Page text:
Adrian Scott Fine, senior director of advocacy for the Los Angeles Conservancy, said it would pare back historic protection to “mere building fragments” and set a dangerous precedent.
Fine argued that such a “neutered” form of historic protection could allow developers to try to sidestep the higher degree of environmental review required when demolishing a historic monument, by “calling something a historic cultural monument when it really is only two signs and a bar top.”
Richard Schave, co-founder of the Esotouric tour company, called it a “bait and switch.” O’Farrell is billing his move as recognizing a historic monument, Schave said, but his proposal is “taking away all the power of the nomination.”
Holland Partner Group, which is planning a 74-foot-tall project that would include 170 new housing units and incorporate the new version of Taix at the Echo Park site, said it would be able to move forward with its plans under the O’Farrell proposal. Tom Warren, its executive managing director for Southern California, said the developer is working on “creating a special environment that recognizes how much people care about this location.”
“There was concern about this setting a precedent. We don’t believe it does,” said Warren, who compared it to the way the city had sought, decades ago, to preserve specific aspects of the Original Farmers Market on Fairfax Avenue.
Bullock said that concerns about a risky precedent seemed exaggerated because the Cultural Heritage Commission had not recommended making Taix a monument based on its architectural significance; the commission found it had contributed to social, economic and cultural history. One commissioner compared its French Norman Revival exterior to Disneyland.
Ken Bernstein, who heads L.A.’s historic preservation office, said the commission nomination had nonetheless applied to the building.
Back then, Fine said, the council had limited the scope of its designation, “but not to the point of it being just architectural salvage placed onto a new structure.”
Holland spent more than $170,000 last year lobbying city agencies and officials over its Sunset Boulevard project, according to city records.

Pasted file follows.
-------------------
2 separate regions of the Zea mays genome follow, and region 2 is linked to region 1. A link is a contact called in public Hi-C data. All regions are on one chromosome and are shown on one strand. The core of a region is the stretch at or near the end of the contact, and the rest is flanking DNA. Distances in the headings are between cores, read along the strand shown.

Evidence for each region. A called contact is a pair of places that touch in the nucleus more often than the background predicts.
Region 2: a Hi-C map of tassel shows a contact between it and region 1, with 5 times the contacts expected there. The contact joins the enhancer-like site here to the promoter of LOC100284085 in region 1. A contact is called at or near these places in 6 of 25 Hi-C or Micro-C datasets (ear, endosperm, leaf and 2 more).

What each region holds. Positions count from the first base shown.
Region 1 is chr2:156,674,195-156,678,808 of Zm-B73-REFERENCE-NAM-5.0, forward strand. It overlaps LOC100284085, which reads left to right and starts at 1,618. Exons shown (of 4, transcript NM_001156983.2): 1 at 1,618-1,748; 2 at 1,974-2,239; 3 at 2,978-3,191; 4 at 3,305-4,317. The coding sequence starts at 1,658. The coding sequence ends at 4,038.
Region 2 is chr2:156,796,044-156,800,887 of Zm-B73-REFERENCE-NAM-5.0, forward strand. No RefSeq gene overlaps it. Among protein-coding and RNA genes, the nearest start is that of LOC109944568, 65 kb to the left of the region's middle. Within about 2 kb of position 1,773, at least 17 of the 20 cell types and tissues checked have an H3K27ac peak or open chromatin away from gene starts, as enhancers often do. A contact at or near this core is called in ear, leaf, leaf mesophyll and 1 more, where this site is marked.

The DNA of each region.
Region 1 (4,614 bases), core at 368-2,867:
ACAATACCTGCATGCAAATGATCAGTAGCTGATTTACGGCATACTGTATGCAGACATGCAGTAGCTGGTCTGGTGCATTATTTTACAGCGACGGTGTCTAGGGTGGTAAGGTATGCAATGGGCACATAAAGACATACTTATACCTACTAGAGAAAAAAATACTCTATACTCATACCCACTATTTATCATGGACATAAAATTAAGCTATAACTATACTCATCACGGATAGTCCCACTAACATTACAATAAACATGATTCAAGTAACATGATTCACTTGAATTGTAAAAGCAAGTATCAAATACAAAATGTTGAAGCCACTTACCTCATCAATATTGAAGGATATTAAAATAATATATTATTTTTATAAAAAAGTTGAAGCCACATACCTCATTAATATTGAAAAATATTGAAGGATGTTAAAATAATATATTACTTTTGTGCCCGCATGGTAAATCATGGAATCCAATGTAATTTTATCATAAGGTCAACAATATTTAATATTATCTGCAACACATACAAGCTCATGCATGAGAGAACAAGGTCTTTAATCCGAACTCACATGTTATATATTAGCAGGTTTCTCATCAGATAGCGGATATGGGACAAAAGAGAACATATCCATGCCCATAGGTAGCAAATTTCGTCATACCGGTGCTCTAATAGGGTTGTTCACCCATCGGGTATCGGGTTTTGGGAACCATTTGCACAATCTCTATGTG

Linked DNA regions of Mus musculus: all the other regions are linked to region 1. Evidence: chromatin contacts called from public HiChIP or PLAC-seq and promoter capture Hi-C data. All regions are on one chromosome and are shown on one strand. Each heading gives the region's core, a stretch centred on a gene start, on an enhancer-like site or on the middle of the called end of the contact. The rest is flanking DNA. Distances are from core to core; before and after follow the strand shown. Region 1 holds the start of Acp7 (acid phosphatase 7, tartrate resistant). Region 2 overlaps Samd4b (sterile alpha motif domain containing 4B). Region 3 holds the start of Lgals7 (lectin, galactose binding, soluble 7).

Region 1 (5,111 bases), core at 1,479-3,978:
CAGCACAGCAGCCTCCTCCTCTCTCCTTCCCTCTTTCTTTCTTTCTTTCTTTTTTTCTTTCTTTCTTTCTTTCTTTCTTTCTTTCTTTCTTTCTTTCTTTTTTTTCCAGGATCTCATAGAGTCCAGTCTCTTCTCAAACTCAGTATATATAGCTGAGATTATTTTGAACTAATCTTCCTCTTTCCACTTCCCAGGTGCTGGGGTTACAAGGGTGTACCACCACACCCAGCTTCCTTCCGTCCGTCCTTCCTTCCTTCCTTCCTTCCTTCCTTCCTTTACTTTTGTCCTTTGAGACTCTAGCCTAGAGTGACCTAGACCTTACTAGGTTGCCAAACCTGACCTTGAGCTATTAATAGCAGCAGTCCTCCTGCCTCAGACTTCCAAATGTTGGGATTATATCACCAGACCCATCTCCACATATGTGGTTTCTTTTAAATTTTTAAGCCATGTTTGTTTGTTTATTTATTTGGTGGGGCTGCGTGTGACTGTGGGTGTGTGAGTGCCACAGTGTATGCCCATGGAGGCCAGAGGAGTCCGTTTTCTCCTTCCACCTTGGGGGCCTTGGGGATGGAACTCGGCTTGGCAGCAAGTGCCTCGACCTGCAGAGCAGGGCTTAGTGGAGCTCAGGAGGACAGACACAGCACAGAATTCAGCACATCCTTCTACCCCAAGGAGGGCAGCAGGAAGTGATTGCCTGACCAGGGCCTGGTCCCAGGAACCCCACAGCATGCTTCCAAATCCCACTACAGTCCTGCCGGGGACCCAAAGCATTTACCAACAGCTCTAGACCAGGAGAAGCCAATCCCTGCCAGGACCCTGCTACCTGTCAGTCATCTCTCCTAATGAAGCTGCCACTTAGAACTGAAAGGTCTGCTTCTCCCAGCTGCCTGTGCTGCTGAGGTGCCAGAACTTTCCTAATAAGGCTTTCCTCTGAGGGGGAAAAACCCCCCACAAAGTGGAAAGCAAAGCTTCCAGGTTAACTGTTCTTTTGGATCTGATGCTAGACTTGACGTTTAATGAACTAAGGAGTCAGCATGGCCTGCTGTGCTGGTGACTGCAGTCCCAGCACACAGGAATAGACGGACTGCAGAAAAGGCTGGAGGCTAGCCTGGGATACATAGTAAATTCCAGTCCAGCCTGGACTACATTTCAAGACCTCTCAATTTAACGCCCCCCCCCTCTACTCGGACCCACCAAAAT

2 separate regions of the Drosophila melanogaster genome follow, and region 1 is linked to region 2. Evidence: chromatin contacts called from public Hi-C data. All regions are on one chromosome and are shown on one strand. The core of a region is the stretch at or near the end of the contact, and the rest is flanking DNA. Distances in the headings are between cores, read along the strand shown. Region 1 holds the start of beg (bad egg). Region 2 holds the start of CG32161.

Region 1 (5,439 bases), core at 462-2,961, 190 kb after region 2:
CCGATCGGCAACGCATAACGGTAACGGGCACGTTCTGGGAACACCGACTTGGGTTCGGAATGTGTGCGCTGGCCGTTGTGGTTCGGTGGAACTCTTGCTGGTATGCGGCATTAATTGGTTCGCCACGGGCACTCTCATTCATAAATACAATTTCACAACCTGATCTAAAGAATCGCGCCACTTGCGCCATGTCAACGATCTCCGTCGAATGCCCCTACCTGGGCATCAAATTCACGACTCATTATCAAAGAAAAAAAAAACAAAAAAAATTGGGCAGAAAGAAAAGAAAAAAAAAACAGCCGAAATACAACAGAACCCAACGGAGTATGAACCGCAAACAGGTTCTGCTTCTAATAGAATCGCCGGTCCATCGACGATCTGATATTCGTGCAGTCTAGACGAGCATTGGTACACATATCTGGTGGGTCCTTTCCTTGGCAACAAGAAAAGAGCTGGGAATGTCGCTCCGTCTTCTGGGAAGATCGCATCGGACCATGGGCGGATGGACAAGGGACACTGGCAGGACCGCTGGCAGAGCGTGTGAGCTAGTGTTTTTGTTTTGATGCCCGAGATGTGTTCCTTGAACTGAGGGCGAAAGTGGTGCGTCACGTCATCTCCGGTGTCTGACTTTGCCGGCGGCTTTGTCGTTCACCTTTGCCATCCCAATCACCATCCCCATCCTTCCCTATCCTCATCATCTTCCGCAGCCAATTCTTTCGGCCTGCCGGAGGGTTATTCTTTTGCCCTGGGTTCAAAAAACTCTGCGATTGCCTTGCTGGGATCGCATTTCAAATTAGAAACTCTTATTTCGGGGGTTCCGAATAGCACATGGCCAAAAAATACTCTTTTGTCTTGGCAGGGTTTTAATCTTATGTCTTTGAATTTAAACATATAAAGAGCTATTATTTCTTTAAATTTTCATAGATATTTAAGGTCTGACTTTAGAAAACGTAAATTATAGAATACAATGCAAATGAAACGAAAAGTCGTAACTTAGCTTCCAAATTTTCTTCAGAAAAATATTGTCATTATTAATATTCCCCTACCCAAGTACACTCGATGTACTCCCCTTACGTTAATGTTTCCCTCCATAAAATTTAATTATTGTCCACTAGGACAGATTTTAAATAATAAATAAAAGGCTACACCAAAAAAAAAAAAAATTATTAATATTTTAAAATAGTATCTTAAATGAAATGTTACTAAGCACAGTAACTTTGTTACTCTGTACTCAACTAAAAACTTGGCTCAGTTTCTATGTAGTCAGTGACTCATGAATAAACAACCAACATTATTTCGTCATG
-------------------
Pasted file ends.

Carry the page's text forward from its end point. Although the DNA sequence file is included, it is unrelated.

The decision on landmarking Taix is scheduled to be taken up by the council
The debate over preserving the Echo Park restaurant is one that Los Angeles has repeatedly grappled with when beloved businesses are in the path of new development.
Even if a building becomes a monument, the city cannot force a particular business to keep operating, raising concerns about whether historic protection could end up preserving an empty shell.
Residents clamored two years ago to save Tom Bergin’s, an Irish bar on Fairfax Avenue, amid concerns that it would be torn down. The city ultimately declared the building a monument but excluded its parking lot so that new development could rise more easily around it — a move that bar owners said would ensure their business could survive.
L.A. has also landmarked a Norms restaurant on La Cienega Boulevard and the closed Johnie’s Coffee Shop on Wilshire Boulevard. Preservationists pulled back, however, on a bid to turn a former warehouse for the gay club Circus Disco into a monument; developers of a new project on the Hollywood site instead agreed to save its fanciful clown entrance and other artifacts.
Los Angeles has lagged behind other cities such as San Francisco that register “legacy businesses,” said Kim Cooper, also of Esotouric. Such businesses could then be eligible for added assistance to help them stay afloat. Two years ago, Councilman Curren Price introduced a motion to explore such a program, but the idea has yet to be worked out.
As the plan to recognize Taix — but not its building — heads to a council vote, fans of the longtime haunt who had campaigned to make it a monument say they are opposing O’Farrell’s amended version of the nomination.
“A real place has these intangible, almost indescribable elements, which have to do with the entire experience of it,” Cooper said. Saving just a few items — yet calling it a landmark — “leaves a really bad taste in my mouth.”